Ipswich: New bus station – but no repairs to broken pavements beside it

Pavements in the town centre need repair.

Pavements in the town centre need repair. - Credit: Archant

Work to rebuild the Old Cattle Market bus station is on schedule as part of the £21million Travel Ipswich programme – but passengers walking from there to the town centre will have to tread carefully.

Because while the bus station is being completely rebuilt, the pavement on the other side of Dogs Head Street and Falcon Street – in front of the Vodka Revolution Bar and along St Stephen’s Lane towards Arras Square – is not being repaired as part of the Travel Ipswich scheme.

The area was paved several years ago, but since then many of the bricks used have been cracked or broken by lorries using St Stephen’s Lane as an access to shops.

Some of the bricks have been removed and replaced by patches of asphalt, affecting the appearance of the area, while some are loose making it important for walkers to tread carefully.

The pavements were laid by the borough council, but responsibility for their maintenance was transfered to Suffolk County Council earlier this year.

A spokesman for the county said that repairing the existing paving was not included in the Travel Ipswich project. He said: “The pavements outside Vodka Revolution and on St Stephens Lane are not part of the current Travel Ipswich scheme.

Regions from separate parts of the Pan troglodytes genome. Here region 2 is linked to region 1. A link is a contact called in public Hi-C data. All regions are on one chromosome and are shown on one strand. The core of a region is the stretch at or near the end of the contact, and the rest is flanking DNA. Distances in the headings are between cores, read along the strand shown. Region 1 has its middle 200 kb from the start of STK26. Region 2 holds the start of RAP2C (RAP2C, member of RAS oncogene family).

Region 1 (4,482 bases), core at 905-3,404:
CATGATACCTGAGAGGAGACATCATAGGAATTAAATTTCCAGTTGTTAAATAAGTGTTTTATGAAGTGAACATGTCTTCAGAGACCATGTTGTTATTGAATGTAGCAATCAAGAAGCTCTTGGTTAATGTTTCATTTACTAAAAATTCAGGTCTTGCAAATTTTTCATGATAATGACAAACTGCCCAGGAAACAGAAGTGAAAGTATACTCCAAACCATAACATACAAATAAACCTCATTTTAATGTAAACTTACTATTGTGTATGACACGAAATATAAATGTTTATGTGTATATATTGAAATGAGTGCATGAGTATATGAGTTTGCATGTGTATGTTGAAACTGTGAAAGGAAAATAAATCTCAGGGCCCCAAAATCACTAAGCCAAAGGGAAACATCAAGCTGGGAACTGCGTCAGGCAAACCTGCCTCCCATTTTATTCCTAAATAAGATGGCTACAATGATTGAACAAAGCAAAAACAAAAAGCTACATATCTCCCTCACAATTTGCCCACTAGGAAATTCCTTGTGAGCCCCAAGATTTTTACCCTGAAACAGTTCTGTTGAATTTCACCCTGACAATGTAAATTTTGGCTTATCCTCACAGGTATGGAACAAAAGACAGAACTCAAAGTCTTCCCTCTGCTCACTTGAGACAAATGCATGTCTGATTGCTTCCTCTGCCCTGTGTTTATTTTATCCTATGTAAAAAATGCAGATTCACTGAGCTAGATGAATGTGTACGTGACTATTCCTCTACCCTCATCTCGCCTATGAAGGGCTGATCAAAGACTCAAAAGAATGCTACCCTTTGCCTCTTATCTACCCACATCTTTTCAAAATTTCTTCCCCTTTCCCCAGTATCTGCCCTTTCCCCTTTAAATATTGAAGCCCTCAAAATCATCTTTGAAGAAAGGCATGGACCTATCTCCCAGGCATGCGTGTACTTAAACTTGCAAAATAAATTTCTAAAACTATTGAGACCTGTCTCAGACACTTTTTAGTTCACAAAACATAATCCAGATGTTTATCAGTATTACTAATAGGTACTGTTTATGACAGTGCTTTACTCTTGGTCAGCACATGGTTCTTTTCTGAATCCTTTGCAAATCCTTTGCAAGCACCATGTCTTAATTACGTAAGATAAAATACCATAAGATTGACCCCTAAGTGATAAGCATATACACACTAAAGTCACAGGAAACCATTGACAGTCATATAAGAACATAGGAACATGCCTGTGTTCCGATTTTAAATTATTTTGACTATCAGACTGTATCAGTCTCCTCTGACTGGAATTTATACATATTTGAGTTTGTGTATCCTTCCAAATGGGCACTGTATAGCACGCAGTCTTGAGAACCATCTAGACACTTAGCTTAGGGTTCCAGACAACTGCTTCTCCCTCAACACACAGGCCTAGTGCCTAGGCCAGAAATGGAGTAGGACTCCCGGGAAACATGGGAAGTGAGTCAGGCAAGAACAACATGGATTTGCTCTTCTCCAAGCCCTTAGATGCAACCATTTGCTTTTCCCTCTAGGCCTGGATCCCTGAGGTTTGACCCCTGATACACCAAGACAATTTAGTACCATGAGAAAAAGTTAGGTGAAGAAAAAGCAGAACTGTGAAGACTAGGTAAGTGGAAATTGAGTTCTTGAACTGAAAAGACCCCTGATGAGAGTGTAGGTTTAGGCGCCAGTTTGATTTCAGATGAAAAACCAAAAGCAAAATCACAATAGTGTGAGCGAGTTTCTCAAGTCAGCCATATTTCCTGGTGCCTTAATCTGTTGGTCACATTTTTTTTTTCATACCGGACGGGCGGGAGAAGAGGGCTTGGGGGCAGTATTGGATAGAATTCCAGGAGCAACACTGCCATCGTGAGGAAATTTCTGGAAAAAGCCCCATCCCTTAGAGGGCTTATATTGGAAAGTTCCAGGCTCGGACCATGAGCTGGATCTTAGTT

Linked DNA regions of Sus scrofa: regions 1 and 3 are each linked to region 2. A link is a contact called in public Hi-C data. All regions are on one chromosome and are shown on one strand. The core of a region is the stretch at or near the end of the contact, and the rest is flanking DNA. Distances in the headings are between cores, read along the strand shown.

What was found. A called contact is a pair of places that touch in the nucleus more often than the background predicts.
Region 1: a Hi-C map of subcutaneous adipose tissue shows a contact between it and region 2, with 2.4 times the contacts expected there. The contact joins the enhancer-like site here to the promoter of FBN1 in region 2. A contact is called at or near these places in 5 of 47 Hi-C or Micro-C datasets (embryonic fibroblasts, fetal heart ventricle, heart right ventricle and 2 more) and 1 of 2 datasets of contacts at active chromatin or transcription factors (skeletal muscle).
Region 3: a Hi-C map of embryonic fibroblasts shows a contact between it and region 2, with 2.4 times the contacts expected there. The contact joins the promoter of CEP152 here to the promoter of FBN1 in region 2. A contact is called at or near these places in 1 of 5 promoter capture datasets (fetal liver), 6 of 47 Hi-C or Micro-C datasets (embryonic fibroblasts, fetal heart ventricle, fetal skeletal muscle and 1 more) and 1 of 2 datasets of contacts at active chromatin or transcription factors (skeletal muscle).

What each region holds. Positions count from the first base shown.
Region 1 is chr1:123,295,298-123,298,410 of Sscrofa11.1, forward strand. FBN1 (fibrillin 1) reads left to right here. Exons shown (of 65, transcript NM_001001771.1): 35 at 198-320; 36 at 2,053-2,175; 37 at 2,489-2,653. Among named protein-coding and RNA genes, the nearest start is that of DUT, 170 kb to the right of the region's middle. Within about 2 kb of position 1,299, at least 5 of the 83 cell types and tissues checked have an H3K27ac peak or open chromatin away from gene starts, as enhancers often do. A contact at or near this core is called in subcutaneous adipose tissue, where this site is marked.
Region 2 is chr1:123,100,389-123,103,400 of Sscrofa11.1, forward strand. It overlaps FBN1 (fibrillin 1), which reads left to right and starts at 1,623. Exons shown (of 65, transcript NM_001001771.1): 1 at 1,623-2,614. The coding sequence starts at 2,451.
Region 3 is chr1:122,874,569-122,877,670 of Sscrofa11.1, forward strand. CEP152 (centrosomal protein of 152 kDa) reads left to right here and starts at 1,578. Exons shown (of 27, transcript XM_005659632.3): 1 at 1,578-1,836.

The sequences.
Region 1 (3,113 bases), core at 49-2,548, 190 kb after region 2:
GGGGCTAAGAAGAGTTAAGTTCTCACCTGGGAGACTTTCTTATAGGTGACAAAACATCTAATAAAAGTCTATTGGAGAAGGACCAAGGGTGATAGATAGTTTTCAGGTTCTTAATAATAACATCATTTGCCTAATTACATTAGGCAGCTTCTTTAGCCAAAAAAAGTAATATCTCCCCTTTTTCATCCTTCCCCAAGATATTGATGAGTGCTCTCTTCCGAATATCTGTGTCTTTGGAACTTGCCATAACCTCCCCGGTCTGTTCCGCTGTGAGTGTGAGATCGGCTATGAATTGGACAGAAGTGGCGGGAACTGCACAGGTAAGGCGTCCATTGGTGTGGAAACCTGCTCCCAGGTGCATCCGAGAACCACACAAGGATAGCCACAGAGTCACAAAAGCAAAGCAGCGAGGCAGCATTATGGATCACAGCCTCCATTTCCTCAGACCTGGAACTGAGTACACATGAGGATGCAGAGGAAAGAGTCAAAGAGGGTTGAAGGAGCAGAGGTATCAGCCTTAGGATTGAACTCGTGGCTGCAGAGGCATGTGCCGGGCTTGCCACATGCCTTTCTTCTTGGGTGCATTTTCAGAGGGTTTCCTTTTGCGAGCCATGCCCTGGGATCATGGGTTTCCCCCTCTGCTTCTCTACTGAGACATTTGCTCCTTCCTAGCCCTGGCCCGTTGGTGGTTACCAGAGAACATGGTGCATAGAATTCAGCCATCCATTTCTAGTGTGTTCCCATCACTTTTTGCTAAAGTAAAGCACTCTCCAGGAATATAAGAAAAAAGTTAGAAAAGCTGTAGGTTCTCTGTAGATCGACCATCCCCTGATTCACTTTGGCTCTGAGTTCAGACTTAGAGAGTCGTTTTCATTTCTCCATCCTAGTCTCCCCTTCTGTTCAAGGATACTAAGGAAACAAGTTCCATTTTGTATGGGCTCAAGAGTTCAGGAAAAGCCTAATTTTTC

“While our highways engineers check the area monthly, some parts of St Stephens Lane are privately owned and therefore we do not have authority over them.

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“We will continue to monitor the situation and take action where needed.”

Work on the Civic Drive/Princes Street junction is reaching a crucial point with the new traffic lights turned on for the first time on Friday morning.

Meanwhile plans are well advanced to change another major junction as part of the Travel Ipswich programme.

The junction between Norwich Road, Valley Road, and Chevallier Street is to have its notorious mini-roundabouts replaced by traffic lights during the school summer holidays.

The work has been timed to coincide with what is generally a quiet time of the year on the roads, especially at rush hours, and should be complete by early September.

The introduction of traffic lights returns the junction to its former state before the mini-roundabouts were introduced in the 1970s.

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